FOXBOROUGH, MASSACHUSETTS – AUGUST 19: Jack Jones #34 of the New England Patriots lines up during the preseason game between the New England Patriots and the Carolina Panthers at Gillette Stadium on August 19, 2022 in Foxborough, Massachusetts. (Photo by Maddie Meyer/Getty Images)
The Patriots are essentially resetting the cornerback position this year. It’s similar to 2015, when they turned to Malcolm Butler and Logan Ryan as full-time starters after losing 2014 standouts Darrelle Revis and Brandon Browner. We’ll see if the reset actually pays off, but could it happen as soon as this year?
Jalen Mills had a great camp and earned his spot as the Patriots’ primary outside cornerback. Jonathan Jones is healthy and looks to be playing more outside corner to start the season. Rookies Jack Jones and Marcus Jones have flashed legit playmaking ability in camp and preseason action.
But the concern for this cornerback group, which will be the concern all season, is whether they have the horses to hold up against good, deep receiver groups. They will get a nice, stiff test out of the gate in Miami. The Bengals and Raiders’ high-powered offenses are also on the schedule.
So, while we expect Mills and the rest of the cornerbacks to be competitive in their matchups and occasionally deliver shutdown-type efforts in the right spots, consistency and depth are the keys. They’ll need them to gel quickly and play the best collective football of their careers in order to play well against the best opponents.
Special Teams: Can They Avoid Back-Breakers?
INDIANAPOLIS, INDIANA – DECEMBER 18: Matthew Adams #49 of the Indianapolis Colts blocks the punt of Jake Bailey #7 of the New England Patriots during the first quarter at Lucas Oil Stadium on December 18, 2021 in Indianapolis, Indiana. (Photo by Justin Casterline/Getty Images)
Not much to say here, other than can they just not screw up? The Patriots had three punts blocked in 2021, easily the most in the NFL. One of them resulted in a touchdown, in their loss to the Indianapolis Colts. These things come down to coaching and preparation, so it’s on special teams coordinator Cam Achord to have his guys better prepared than he did in 2021, certainly on a more consistent basis.
Matt Dolloff is a writer and podcaster for 985TheSportsHub.com. Any opinions expressed do not necessarily reflect those of 98.5 The Sports Hub, Beasley Media Group, or any subsidiaries. Have a news tip, question, or comment for Matt? Yell at him on Twitter @mattdolloff and follow him on Instagram @realmattdolloff. You can also email him at email@example.com.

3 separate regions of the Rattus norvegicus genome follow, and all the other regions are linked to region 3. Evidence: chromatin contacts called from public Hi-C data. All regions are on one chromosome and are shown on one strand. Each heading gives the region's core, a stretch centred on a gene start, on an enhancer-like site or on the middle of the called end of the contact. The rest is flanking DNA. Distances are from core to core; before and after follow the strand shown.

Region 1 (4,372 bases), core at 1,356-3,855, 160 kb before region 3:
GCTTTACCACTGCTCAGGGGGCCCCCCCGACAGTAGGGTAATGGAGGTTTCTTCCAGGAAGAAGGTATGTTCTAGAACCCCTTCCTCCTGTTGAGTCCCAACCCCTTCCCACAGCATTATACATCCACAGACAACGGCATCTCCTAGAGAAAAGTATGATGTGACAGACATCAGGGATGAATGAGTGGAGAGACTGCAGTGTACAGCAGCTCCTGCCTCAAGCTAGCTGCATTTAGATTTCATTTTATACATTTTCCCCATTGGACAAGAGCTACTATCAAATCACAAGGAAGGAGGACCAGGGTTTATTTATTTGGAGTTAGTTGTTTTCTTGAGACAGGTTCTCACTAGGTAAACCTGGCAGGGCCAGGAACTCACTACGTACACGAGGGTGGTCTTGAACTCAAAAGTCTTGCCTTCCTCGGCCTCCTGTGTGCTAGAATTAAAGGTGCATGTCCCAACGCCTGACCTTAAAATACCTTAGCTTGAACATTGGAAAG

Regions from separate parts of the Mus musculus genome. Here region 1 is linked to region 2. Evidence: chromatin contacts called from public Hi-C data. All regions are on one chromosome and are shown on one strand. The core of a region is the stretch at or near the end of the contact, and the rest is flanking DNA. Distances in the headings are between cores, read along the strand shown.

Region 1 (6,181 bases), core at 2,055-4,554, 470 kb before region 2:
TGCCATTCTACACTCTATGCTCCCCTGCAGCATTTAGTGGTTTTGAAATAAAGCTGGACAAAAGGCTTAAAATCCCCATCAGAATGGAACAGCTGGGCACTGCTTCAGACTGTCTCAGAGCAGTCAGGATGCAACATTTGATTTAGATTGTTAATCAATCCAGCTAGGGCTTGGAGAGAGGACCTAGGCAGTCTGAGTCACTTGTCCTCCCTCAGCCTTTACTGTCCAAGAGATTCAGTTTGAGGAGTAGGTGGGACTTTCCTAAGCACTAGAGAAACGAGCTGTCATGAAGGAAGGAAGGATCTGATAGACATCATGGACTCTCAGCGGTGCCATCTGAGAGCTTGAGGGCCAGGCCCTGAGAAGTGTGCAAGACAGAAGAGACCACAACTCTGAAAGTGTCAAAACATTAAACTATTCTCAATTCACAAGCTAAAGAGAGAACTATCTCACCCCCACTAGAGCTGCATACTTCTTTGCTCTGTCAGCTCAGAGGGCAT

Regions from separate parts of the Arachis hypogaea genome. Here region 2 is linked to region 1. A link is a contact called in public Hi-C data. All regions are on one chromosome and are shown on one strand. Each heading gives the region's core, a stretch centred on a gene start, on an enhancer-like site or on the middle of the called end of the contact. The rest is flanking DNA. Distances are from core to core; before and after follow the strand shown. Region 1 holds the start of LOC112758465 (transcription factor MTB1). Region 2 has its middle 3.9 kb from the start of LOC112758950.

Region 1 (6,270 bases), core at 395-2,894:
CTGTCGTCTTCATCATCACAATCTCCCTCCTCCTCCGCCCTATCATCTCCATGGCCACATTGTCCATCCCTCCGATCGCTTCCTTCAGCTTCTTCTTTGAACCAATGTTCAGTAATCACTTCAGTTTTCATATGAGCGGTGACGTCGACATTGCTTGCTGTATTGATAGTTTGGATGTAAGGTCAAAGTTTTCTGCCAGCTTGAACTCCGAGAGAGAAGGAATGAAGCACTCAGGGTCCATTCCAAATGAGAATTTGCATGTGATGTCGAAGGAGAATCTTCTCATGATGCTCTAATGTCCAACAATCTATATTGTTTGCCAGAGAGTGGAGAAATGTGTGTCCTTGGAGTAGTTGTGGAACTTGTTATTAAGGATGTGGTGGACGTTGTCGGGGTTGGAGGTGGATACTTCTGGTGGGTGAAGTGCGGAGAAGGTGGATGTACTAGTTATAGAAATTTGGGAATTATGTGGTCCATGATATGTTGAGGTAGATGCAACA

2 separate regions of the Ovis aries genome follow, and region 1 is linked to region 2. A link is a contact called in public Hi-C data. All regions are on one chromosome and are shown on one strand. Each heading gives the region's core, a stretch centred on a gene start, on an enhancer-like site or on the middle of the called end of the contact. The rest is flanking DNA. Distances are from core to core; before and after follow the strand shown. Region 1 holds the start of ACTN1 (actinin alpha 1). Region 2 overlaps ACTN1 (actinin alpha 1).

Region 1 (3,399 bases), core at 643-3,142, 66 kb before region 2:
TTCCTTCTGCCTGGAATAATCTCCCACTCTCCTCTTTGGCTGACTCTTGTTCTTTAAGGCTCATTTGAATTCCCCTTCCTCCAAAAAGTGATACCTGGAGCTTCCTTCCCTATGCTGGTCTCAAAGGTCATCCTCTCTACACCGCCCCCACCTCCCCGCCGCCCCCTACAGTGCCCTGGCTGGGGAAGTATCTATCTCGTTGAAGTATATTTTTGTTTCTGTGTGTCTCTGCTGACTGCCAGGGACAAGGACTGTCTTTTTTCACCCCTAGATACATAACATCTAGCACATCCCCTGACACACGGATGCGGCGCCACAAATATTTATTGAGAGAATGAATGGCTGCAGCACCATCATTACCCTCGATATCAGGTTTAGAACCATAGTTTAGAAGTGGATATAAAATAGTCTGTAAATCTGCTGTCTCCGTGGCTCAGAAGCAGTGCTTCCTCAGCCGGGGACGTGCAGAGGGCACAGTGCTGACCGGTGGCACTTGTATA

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Meet the Patriots' initial 53-man roster for the 2022 season
FOXBORO, MA – DECEMBER 24: A New England Patriots helmet during the first half of the game between the New England Patriots and the Buffalo Bills at Gillette Stadium on December 24, 2017 in Foxboro, Massachusetts. (Photo by Maddie Meyer/Getty Images)
The New England Patriots’ initial 53-man roster is set for the 2022 season.
Key word here, though, is “initial.” At least one or two players who made the team are expected to begin the regular season on short-term injured reserve, which will immediately open up their roster spots. The Patriots are likely to bring back plenty of players they released during Tuesday’s final roster cut-downs, whether to the main roster or the practice squad.
Here’s an early look at the Patriots’ roster as it stands after cutdown day…
LAS VEGAS, NEVADA – AUGUST 26: Quarterback Mac Jones #10 of the New England Patriots throws a pass against the Las Vegas Raiders during the first half of a preseason game against the Las Vegas Raiders at Allegiant Stadium on August 26, 2022 in Las Vegas, Nevada. (Photo by Chris Unger/Getty Images)
No funny business. Jones has been locked in as the starter from day 1, Hoyer is the veteran backup who hopefully almost never has to play, and Zappe is the rookie project with potential to take over for Hoyer down the road.
Wide Receivers (5)
Aug 26, 2022; Paradise, Nevada, USA; New England Patriots wide receiver DeVante Parker (1) catches a pass as Las Vegas Raiders cornerback Sam Webb (48) defends in the first half at Allegiant Stadium. Mandatory Credit: Kirby Lee-USA TODAY Sports
No surprises here. This is a positional group that, even while lacking a true star, go-to option, is vastly improved over what they had in 2019 and 2020. The addition of Parker is a big improvement over the end of the 2021 depth chart. Thornton will begin the season on short-term injured reserve, though, so it’ll be interesting to see if his roster spot is used on another fifth receiver.